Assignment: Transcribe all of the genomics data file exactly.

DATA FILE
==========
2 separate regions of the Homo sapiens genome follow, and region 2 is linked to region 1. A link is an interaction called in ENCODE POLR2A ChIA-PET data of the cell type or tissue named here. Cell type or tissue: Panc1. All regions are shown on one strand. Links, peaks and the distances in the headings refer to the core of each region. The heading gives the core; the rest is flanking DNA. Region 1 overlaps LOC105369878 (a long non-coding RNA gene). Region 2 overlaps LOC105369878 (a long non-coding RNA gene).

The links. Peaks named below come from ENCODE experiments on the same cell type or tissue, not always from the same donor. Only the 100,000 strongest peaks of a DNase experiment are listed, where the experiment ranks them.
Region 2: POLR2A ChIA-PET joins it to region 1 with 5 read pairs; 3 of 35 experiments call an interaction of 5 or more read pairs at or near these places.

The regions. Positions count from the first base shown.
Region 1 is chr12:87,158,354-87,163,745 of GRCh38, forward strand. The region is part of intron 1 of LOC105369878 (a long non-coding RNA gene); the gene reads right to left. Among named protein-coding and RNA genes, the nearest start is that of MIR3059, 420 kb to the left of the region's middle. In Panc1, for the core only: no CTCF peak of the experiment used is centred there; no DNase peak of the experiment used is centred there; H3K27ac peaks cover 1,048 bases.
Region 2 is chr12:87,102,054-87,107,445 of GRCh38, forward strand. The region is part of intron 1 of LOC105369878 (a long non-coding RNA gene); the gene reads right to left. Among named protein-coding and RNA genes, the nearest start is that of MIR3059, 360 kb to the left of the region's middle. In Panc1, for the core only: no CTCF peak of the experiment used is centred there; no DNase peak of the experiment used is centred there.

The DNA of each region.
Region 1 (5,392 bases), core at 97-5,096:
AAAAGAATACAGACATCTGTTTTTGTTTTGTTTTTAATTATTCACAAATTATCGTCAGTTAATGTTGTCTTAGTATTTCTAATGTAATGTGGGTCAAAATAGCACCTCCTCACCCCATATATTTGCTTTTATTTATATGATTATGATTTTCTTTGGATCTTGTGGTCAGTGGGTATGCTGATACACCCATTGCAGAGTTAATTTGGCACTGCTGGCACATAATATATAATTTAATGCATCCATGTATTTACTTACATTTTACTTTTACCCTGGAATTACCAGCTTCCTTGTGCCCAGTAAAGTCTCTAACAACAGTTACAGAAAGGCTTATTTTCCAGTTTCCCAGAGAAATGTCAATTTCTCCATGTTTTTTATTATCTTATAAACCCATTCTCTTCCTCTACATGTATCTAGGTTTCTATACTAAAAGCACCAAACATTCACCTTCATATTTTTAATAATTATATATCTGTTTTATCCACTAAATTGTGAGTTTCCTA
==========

2 separate regions of the Homo sapiens genome follow, and region 2 is linked to region 1. A link is an interaction called in ENCODE POLR2A ChIA-PET data of the cell type or tissue named here. Cell type or tissue: Panc1. All regions are shown on one strand. Links, peaks and the distances in the headings refer to the core of each region. The heading gives the core; the rest is flanking DNA. Region 1 overlaps LOC105369878 (a long non-coding RNA gene). Region 2 overlaps LOC105369878 (a long non-coding RNA gene).

The links. Peaks named below come from ENCODE experiments on the same cell type or tissue, not always from the same donor. Only the 100,000 strongest peaks of a DNase experiment are listed, where the experiment ranks them.
Region 2: POLR2A ChIA-PET joins it to region 1 with 5 read pairs; 3 of 35 experiments call an interaction of 5 or more read pairs at or near these places.

The regions. Positions count from the first base shown.
Region 1 is chr12:87,158,354-87,163,745 of GRCh38, forward strand. The region is part of intron 1 of LOC105369878 (a long non-coding RNA gene); the gene reads right to left. Among named protein-coding and RNA genes, the nearest start is that of MIR3059, 420 kb to the left of the region's middle. In Panc1, for the core only: no CTCF peak of the experiment used is centred there; no DNase peak of the experiment used is centred there; H3K27ac peaks cover 1,048 bases.
Region 2 is chr12:87,102,054-87,107,445 of GRCh38, forward strand. The region is part of intron 1 of LOC105369878 (a long non-coding RNA gene); the gene reads right to left. Among named protein-coding and RNA genes, the nearest start is that of MIR3059, 360 kb to the left of the region's middle. In Panc1, for the core only: no CTCF peak of the experiment used is centred there; no DNase peak of the experiment used is centred there.

The DNA of each region.
Region 1 (5,392 bases), core at 97-5,096:
AAAAGAATACAGACATCTGTTTTTGTTTTGTTTTTAATTATTCACAAATTATCGTCAGTTAATGTTGTCTTAGTATTTCTAATGTAATGTGGGTCAAAATAGCACCTCCTCACCCCATATATTTGCTTTTATTTATATGATTATGATTTTCTTTGGATCTTGTGGTCAGTGGGTATGCTGATACACCCATTGCAGAGTTAATTTGGCACTGCTGGCACATAATATATAATTTAATGCATCCATGTATTTACTTACATTTTACTTTTACCCTGGAATTACCAGCTTCCTTGTGCCCAGTAAAGTCTCTAACAACAGTTACAGAAAGGCTTATTTTCCAGTTTCCCAGAGAAATGTCAATTTCTCCATGTTTTTTATTATCTTATAAACCCATTCTCTTCCTCTACATGTATCTAGGTTTCTATACTAAAAGCACCAAACATTCACCTTCATATTTTTAATAATTATATATCTGTTTTATCCACTAAATTGTGAGTTTCCTA